Last summer, pregnant and perpetually hungry, I dragged my partner to the parking lot of the Southampton Elks Lodge, where, I had learned from a billboard sign, the town would be hosting its inaugural Food Truck Festival. My ever-expanding stomach trembled and roiled; I was going to do some serious damage. But all that awaited us at the Elks was a dusty, near-empty lot, possessed only of two sad vendors who looked like they had missed the memo telling their colleagues to stay home. We didn’t even bother parking the car.
And so, my hopes were not entirely high when I cruised into the lot of the Flanders Food Truck Festival on May 21. The three-day-long festival was an invitation to East Enders to visit Flanders, the Riverhead-adjacent town that most know for its inimitable landmark, a giant duck with red eyes that glow at night. (“Flanders: Home of the big duck,” a sign entering the town reads.) Could Flanders pull off a foodie-friendly festival, big duck notwithstanding? It was time to find out.
This time around, no longer pregnant but still plenty hungry, I brought my now-five-month-old son, as well as my partner, Dan, and our friend, private chef Adam Ben’Ous. If you’re going to manage expectations at a food festival of any sort, there are rules, and divide and conquer is the most obvious among them. The more ground a team can cover the better. Food trucks and festivals are notorious for long lines and tedious waits.
The other cardinal rule to effective food-trucking is: Order wisely. Consider every truck a restaurant, every order an exemplar of what the truck can best produce. Ask questions. Vendors will happily hand over what they consider to be their best wares. Also, arrive early to avoid missing the most coveted items. (Consider this new mother, who is now constantly struggling to find enough time, guilty, in this instance, of violating the final rule, which resulted in several missed noshing opportunities herein.)
After paying a suggested donation of $5 apiece—the event is sponsored by the Flanders, Riverside, Northampton Civic Association, or FRNCA—we forged three paths, with Adam heading off toward Mexican pastures with my son in-tow, me toward pastry and pasta, and Dan toward pulled pork. Converging at a picnic table that was dappled with late-afternoon light, we dissected what we had, quite literally, brought to the table.
Katie’s Food Truck served a passable—albeit overly sweet—pork empanada and parmesan truffle fries. The Eat Me, Drink Me truck was out of its grass-fed burgers, and, worst blow to my heart, the Blondie’s Bake Shop truck had run out of the macaroni and cheese grilled cheese sandwich. They served up, instead, macaroni and cheese sans grilled bread and a sweet ham and cheese scone.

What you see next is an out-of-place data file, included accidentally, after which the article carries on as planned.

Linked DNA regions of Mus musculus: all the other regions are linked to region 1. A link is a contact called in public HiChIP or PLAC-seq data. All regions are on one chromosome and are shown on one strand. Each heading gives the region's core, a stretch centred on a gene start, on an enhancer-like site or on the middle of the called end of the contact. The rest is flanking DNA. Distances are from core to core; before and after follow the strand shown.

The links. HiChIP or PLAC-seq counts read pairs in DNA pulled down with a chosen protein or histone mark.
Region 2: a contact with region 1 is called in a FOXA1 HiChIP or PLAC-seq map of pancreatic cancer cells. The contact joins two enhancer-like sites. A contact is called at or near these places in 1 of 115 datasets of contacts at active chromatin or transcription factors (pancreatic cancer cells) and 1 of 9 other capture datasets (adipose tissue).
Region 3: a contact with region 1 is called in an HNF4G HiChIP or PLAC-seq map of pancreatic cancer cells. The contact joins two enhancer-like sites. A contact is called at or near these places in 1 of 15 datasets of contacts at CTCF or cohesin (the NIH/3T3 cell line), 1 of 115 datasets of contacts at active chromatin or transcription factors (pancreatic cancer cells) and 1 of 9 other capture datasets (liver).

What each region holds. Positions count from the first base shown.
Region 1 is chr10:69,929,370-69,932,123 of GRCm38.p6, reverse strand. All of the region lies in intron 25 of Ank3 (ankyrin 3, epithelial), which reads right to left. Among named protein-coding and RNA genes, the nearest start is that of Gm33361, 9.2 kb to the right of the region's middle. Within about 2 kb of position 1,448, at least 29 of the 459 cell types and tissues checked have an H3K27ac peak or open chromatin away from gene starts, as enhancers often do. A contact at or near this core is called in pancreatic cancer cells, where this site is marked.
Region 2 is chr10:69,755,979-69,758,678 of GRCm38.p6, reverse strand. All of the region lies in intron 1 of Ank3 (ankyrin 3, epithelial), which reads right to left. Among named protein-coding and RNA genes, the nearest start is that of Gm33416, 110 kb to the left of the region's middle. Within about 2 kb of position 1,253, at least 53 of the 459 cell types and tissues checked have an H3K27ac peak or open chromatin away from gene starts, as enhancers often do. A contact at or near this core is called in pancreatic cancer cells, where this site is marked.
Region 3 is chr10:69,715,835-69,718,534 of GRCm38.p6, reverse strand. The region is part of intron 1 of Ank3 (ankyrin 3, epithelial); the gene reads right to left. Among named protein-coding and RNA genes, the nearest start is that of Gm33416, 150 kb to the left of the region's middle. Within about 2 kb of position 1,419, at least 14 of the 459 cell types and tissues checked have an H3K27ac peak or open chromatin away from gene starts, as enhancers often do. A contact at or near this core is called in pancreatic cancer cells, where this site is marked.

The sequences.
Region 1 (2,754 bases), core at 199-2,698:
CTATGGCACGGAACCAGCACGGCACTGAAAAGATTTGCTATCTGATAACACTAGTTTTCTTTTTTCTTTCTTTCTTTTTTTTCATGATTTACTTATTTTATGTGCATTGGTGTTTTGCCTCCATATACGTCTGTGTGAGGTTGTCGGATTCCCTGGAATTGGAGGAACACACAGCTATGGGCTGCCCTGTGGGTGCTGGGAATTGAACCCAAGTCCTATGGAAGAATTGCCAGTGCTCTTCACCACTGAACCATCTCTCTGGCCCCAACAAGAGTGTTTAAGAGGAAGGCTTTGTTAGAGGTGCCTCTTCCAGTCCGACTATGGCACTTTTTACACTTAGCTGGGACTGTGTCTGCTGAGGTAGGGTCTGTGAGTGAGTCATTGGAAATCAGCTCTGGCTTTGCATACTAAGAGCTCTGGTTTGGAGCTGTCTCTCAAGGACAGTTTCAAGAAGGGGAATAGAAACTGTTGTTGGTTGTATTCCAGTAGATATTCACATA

Aji Authentic Mexican Cuisine’s tacos were good—full of competing textures, well seasoned, ample in size. But their empanadas, stuffed with potato and meat and served in a deep-fried corn dough pocket, were what food memories are made of. Lime Jarritos soda is for special occasions only, and a perfect empanada on a perfect May afternoon seemed like special occasion enough.
Strangely, it was the de rigueur fry truck, Fry Daddy, which won hearts and minds across the board. A long line snaked to a sign boasting fried Twinkies, Oreos, and other fair fare. Surely I expected no culinary genius to arise from the depths of, say, the deep-fried Rice Krispie treats I ordered. And yet! The golden, crunchy dessert impressed even Chef Ben’Ous. Better still was a standard-issue funnel cake. The oil was hot and clean, the finishing butter pooled just in the right places to catch the confectioner’s sugar, creating a paste atop crunchy-yet-chewy dough. All at once, I recalled a childhood food vendor at a local ski mountain, Annie’s Fried Dough, which sold the same stuff for $2.
That sad, sweet nostalgia—a romance with the past, time’s undoing—brought the festival into sharp relief. Telescoped through my funnel cake I saw an eight-year-old girl wipe the dust of sugar onto black ski pants before taking one more run, sun descending into a February evening. Is there really any other way to eat, after all, than with one’s heart?